Washington, D.C. – Together, the Association of Public Health Laboratories (APHL), Association of State and Territorial Health Officials (ASTHO), Council of State and Territorial Epidemiologists (CSTE), Healthcare Information & Management Systems Society (HIMSS), National Association of County and City Health Officials (NACCHO), and National Association for Public Health Statistics and Information Systems (NAPHSIS) issued the following statement in response to the Coronavirus Aid, Relief, and Economic Security (CARES) Act:
We applaud members of Congress for providing $500 million for the Data Modernization Initiative at the Centers for Disease Control and Prevention (CDC) that will transform public health data systems and save lives.
The nation faces an unprecedented challenge to address the COVID-19 pandemic. Now, more than ever, it is critical to have a strong public health surveillance system that detects and facilitates immediate responses and containment of emerging health threats. The CDC— together with state, local, territorial, and tribal health departments—have taken important steps to improve the nation’s public health data infrastructure, but due to funding shortages, this has often been in a piecemeal approach.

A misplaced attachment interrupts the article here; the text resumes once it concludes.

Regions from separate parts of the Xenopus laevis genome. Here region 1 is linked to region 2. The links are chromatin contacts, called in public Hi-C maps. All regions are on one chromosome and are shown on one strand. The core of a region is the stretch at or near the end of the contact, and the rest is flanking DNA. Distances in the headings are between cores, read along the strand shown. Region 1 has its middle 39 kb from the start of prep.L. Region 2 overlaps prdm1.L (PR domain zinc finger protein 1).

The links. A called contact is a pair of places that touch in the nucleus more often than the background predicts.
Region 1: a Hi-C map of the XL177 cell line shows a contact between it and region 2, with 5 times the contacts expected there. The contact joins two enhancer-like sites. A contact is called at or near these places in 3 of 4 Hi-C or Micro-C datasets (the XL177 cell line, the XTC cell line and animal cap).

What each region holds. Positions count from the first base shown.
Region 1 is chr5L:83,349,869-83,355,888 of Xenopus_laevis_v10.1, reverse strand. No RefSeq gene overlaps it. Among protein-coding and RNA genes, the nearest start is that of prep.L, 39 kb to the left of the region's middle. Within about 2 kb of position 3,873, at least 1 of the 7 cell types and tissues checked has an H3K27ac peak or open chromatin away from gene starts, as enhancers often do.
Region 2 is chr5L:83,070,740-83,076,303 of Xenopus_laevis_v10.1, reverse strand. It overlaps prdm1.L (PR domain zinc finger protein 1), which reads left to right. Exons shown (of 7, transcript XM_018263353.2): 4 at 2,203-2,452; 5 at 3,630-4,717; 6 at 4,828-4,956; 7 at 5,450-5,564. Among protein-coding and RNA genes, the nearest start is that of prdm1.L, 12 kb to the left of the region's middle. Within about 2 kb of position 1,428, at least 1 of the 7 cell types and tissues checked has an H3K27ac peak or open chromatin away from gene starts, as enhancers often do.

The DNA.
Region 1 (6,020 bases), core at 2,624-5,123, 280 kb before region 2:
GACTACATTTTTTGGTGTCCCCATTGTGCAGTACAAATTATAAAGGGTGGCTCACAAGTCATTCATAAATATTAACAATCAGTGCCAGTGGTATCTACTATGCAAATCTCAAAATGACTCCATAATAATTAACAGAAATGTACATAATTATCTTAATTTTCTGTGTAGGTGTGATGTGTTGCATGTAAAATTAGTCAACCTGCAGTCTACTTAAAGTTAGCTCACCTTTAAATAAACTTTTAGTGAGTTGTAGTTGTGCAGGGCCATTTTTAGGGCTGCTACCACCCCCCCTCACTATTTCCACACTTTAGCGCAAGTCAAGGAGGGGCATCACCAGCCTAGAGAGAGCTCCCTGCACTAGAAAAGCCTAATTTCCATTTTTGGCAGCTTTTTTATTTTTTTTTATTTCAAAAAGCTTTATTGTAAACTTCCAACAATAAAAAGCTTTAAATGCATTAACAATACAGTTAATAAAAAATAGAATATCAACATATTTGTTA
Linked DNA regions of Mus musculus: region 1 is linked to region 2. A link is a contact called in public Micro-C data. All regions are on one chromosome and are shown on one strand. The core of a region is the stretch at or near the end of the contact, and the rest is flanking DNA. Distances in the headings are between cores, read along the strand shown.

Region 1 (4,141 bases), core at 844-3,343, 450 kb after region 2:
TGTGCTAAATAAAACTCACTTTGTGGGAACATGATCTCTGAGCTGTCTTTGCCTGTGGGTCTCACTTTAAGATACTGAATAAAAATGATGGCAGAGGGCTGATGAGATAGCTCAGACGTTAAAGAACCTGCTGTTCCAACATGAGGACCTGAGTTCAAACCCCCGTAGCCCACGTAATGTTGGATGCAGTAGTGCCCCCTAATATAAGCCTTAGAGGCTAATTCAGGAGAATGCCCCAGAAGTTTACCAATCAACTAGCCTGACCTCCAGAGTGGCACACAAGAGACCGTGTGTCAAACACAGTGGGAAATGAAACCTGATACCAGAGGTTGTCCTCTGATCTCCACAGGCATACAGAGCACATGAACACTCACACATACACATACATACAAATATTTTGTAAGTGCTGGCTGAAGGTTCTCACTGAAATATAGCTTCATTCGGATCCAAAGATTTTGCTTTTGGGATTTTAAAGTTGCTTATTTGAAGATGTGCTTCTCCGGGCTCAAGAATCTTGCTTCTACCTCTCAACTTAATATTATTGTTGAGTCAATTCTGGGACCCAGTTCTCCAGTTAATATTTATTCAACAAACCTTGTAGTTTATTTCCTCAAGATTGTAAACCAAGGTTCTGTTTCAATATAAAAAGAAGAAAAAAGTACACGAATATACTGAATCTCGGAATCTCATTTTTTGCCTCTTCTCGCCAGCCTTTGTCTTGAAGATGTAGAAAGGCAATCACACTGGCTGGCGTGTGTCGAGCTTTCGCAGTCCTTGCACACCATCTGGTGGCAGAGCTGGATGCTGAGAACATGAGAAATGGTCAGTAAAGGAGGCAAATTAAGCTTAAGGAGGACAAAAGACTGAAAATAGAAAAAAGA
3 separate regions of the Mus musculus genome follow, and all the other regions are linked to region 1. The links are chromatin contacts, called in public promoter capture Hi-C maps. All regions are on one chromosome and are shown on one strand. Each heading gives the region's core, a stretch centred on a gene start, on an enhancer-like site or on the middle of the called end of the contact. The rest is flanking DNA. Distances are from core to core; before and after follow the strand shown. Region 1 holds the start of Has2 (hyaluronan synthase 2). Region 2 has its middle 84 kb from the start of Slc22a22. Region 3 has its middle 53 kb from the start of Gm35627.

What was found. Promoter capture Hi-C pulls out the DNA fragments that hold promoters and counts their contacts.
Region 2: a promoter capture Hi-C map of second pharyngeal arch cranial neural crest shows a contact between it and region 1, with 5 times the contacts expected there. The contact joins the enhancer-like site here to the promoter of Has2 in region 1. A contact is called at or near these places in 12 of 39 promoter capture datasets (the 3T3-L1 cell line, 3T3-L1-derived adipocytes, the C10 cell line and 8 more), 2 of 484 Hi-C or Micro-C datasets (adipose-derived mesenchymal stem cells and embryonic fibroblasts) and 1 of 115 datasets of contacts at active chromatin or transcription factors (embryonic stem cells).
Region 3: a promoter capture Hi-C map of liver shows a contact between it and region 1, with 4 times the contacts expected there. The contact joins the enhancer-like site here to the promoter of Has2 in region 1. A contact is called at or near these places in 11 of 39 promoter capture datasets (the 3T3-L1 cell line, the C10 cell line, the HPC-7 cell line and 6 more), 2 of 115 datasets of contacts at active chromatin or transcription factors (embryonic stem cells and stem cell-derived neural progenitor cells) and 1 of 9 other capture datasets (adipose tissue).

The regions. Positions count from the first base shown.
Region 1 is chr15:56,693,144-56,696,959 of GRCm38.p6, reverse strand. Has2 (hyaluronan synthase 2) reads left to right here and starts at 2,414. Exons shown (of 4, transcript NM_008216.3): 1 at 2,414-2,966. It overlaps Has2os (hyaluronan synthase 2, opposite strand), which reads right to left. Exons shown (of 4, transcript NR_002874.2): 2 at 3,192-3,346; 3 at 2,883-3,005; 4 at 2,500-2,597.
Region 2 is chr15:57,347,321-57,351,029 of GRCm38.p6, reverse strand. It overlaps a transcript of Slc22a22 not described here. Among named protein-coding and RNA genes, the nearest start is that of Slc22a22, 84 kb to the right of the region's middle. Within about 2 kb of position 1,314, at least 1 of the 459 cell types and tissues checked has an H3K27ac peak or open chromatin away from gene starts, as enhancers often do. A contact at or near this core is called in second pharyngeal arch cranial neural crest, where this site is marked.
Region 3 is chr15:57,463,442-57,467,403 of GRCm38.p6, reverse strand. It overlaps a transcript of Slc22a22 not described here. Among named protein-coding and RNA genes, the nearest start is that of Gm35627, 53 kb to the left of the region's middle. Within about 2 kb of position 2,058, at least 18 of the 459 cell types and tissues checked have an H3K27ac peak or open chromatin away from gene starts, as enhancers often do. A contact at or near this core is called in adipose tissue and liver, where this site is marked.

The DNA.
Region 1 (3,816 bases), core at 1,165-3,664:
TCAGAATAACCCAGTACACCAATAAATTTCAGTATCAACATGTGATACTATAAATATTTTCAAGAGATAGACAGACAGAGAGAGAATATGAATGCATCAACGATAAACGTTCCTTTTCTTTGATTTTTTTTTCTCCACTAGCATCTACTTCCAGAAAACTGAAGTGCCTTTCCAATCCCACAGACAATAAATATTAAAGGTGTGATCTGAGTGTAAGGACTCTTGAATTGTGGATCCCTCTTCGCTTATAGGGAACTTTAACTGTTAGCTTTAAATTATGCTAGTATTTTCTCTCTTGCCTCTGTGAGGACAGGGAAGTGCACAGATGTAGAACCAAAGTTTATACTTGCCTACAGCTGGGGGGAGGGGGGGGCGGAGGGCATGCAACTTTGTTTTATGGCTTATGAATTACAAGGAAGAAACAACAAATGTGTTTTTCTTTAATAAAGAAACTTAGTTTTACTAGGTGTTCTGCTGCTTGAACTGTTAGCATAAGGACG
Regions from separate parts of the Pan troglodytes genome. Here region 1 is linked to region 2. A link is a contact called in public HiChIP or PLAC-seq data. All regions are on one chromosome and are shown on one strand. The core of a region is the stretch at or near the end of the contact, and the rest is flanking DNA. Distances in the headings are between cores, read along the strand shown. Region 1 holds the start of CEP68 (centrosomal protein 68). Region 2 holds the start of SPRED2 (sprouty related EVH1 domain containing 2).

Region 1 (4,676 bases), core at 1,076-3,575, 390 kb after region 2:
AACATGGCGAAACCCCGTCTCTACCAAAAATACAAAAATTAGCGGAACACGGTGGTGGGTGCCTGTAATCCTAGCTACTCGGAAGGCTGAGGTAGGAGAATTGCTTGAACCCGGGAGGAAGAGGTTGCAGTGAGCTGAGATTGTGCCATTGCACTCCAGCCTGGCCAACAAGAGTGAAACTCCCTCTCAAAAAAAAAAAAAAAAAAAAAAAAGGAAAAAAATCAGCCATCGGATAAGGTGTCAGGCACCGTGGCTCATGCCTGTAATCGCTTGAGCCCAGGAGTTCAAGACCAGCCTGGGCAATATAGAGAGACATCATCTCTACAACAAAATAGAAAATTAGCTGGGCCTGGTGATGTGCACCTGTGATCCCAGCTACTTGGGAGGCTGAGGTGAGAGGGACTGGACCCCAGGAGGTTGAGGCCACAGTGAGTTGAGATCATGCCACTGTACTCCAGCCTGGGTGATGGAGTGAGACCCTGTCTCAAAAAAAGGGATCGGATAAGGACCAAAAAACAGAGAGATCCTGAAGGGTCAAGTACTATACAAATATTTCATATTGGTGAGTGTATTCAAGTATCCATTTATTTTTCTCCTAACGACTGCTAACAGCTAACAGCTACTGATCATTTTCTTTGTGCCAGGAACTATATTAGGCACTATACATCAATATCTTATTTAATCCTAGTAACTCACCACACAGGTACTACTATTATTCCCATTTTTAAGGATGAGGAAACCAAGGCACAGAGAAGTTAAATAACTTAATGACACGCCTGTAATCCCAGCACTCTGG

The COVID-19 pandemic has exposed gaps in our nation’s outdated public health data systems and a workforce struggling to keep up. The United States currently relies on error-prone, sluggish and burdensome manual and paper-based data exchange methods such as faxing and phone calls to share critical public health data, especially with the health care sector. Simply put, the virus is moving faster than the data and when data move more slowly than diseases, the American people suffer. We are watching as our leaders struggle to make critical decisions without complete data.
An integrated, high-speed, networked health system—from laboratories to health care facilities to public health authorities—with fast and reliable data is necessary in order to protect Americans from COVID-19 and future health threats. Modernization is not just network upgrades; it is a commitment to building and sustaining a world-class data workforce and data systems that are ready for the next public health emergency. The funding provided in the CARES Act is an enterprise-level commitment to build a public health data superhighway of the 21st Century to speed the transmission of accurate, complete data.
We look forward to working with Congress to ensure sustained annual funding for CDC’s Data Modernization Initiative and with CDC in formulating its multi-year implementation plan.
For more information, check out the full press release.